Other league owners are oil barons, gambling impresarios, tax exiles and another Gulf state – let’s not pretend they’re much better than PIF
When it was officially confirmed at 5:16 p.m. on Thursday last week that Saudi Arabia’s Public Investment Fund had successfully closed the deal to purchase Newcastle United from discount sportswear mogul Mike Ashley, public anger was palpable.
Human rights activists, LGBTQ + groups, women’s rights groups, supporters of most clubs other than Newcastle United fans who dressed in Saudi gowns with keffiyehs on their heads and Mohammed bin Salman masks on their faces as they walked the streets in front of St. James celebrated Park, sharing his dismay that the Premier League had ratified the deal.
In private, the reaction from the other 19 Premier League clubs has been fascinating. Board chairmen and chairmen choked on their cappuccinos at board meetings when their phones rang at 5:18 p.m. with league emails informing them of the decision. Some had already seen the news via push notifications when they broke online.
Why hadn’t they heard of it before? was a complaint to the Premier League head Richard Masters. Why hadn’t it been discussed long before in the recent rightsholders’ meeting? Why had many heard of it through the media, like the rest of the common people of football?
An emergency meeting was hastily called to discuss the matter, although it was too late to change anything by then. But here the Premier League clubs showed a significant misunderstanding of their own importance.
It is important to make it clear that as the apostrophe above suggests, these are the Premier League clubs, not the Premier League. They will come and go – some of them more than others – but if they go away for a year or more, the Premier League will still stay waiting for their return.
Why should they be consulted on a legally sensitive and confidential takeover by, well, anyone? While rivals were on the field, top clubs had united in the fight against the proposed Saudi takeover and similar objections were now being raised.
The opposition can be traced back to the damage that Saudi Arabia’s engagement could inflict on the Premier League brand. It had nothing to do with the overnight deal making Newcastle, one of the sleeping giants of English football, about ten times richer than Manchester City, the league’s richest club, and 17 times more affluent than Chelsea, their second.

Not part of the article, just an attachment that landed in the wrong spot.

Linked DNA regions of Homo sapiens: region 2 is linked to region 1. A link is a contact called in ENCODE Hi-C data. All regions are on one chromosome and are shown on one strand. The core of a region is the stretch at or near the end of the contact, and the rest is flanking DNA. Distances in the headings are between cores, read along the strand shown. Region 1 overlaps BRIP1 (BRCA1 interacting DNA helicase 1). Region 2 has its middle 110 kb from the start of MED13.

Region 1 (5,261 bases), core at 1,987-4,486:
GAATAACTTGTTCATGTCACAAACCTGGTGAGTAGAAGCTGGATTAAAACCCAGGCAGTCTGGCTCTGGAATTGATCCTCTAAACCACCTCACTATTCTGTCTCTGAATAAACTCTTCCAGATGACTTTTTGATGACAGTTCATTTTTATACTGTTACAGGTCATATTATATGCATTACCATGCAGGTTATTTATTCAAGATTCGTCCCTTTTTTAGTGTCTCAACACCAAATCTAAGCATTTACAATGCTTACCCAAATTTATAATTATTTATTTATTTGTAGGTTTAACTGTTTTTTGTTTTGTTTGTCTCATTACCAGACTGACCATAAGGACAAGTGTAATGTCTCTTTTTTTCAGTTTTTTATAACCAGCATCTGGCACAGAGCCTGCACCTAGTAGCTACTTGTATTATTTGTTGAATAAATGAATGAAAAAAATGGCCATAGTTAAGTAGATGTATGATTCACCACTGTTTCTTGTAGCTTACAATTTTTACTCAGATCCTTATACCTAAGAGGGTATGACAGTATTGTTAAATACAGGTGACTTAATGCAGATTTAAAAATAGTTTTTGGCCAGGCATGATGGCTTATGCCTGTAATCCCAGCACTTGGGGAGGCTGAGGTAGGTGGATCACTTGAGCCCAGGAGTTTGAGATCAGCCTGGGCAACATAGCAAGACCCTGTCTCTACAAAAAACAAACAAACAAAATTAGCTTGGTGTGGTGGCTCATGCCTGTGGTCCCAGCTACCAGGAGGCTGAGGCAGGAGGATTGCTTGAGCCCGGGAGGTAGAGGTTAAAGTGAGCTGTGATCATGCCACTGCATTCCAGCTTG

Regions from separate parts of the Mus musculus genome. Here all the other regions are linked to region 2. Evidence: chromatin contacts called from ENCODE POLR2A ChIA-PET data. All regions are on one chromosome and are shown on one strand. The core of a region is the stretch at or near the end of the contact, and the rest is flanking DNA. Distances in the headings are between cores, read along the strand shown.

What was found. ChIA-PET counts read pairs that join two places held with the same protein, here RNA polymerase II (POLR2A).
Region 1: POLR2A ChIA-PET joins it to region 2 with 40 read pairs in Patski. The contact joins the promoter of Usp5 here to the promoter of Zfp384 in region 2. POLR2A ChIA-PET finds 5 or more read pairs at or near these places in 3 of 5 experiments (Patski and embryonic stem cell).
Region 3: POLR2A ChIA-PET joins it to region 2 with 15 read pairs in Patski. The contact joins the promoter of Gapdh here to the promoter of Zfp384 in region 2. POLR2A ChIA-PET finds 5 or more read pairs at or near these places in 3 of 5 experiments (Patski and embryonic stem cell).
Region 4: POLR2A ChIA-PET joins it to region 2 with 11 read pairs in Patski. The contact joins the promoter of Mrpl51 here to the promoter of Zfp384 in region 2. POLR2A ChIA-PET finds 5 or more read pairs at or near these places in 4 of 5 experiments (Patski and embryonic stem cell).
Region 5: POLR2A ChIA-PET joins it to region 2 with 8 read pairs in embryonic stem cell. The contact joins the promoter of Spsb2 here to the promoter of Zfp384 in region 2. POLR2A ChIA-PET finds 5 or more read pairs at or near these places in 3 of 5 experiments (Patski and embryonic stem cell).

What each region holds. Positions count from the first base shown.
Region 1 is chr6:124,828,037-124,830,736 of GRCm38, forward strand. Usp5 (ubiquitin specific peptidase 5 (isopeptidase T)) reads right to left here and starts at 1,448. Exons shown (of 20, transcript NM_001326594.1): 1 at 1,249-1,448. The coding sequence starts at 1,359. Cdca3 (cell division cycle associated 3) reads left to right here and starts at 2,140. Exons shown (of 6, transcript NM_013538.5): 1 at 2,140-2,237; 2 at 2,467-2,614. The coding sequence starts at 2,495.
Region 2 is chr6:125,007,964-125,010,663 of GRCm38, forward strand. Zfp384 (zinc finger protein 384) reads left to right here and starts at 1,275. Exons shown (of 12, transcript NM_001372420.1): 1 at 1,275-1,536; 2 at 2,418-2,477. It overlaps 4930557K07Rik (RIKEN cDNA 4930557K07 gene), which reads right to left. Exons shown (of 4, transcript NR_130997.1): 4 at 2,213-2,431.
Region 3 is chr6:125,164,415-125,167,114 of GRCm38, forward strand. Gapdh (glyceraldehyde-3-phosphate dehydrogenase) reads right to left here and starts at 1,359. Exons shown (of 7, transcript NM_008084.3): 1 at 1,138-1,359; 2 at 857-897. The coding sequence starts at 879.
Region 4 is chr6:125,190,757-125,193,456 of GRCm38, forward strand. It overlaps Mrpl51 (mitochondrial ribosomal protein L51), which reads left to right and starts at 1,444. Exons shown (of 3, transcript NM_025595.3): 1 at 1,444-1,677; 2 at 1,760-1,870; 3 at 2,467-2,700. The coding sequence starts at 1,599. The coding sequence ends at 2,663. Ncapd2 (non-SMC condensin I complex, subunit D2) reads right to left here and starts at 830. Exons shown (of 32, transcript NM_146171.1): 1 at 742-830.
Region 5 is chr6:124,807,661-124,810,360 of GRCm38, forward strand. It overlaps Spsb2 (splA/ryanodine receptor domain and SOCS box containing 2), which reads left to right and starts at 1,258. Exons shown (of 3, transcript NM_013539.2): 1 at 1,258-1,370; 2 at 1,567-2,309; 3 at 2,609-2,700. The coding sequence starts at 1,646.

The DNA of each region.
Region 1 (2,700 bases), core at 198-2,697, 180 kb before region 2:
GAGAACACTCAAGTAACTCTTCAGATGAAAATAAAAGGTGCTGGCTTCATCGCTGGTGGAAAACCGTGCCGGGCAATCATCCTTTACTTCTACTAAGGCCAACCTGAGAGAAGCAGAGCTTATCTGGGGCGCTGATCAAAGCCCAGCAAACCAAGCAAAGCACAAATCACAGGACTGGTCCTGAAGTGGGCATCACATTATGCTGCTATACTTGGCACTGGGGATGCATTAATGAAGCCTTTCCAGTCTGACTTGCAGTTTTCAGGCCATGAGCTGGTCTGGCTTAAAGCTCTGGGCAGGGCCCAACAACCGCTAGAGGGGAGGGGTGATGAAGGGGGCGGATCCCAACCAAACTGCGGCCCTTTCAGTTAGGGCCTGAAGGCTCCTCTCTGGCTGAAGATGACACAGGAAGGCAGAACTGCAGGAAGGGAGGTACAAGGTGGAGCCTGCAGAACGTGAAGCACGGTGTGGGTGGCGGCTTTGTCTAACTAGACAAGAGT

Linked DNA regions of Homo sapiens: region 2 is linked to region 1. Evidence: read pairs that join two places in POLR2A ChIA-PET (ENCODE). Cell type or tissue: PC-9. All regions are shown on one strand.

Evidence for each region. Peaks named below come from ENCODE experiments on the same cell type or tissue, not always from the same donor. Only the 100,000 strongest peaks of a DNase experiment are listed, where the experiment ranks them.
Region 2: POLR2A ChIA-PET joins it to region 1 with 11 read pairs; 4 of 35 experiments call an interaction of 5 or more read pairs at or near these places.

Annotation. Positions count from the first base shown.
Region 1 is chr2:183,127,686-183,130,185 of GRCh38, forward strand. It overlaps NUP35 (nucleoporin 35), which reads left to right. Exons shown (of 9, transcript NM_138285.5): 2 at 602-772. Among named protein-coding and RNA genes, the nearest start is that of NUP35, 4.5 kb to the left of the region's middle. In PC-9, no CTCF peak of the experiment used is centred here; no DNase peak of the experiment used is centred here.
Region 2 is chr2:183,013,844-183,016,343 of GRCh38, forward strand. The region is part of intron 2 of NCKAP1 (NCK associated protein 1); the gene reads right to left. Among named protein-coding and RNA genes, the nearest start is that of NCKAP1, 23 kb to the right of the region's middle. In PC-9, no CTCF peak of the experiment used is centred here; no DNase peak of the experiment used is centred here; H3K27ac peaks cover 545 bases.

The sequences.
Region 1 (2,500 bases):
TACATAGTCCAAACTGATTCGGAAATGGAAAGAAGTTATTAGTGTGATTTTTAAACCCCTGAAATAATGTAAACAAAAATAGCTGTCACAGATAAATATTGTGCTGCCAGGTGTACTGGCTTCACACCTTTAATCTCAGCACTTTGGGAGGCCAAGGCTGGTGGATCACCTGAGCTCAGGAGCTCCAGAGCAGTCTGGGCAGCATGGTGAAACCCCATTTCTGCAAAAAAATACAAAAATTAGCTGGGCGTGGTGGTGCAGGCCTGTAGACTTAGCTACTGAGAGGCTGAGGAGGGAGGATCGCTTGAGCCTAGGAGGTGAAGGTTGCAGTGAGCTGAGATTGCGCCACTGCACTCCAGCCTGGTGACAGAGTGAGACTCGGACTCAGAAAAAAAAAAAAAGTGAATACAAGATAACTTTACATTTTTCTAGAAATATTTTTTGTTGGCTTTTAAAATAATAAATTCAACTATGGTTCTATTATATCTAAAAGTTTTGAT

Their dismay was in no way related to the prospect that they would all slide down the slippery slope of the pyramid of English football. That Arsenal and Spurs – and even Liverpool – could struggle to qualify for the Champions League in three to five years if Newcastle joined Manchester City and Chelsea, funded by their owners’ billions, and Manchester United, the revenues generate for yourself, in the top four.
In a league where spending the most money has a direct correlation to success, the notion that a financial giant equivalent to the Death Star is willing to overshadow them all was not a factor at all for their concern. It was the human rights issue, to be honest.
And could there be a branding problem with the takeover? Let’s examine this in more detail.
The Premier League clubs have owners including oil barons, gambling impresarios, tax exiles, another Gulf state and pornographers. Clubs like to accept money from sponsors who have admitted to turning a blind eye to money laundering and fraud. One club has links to a billionaire whose Wikipedia page has a section titled “Controversy”. Another is linked to a company accused of destroying the Amazon rainforest.
Trademark protection wasn’t all that big of a deal for Premier League executives when Manchester United Group Managing Director Richard Arnold announced they have “a long-standing relationship with Saudi Arabia” and entered into a strategic partnership in 2017.
In short: there is hardly a top club that is completely freed from one or the other evil. In reality, their outrage has very little to do with the Premier League brand or the morale of Newcastle’s new owners, but all to do with protecting their own interests. After all, that’s always what matters in football.
The Newcastle acquisition changed the fabric of English and world football. But whether you agree or not, let’s not pretend the others are morally much better.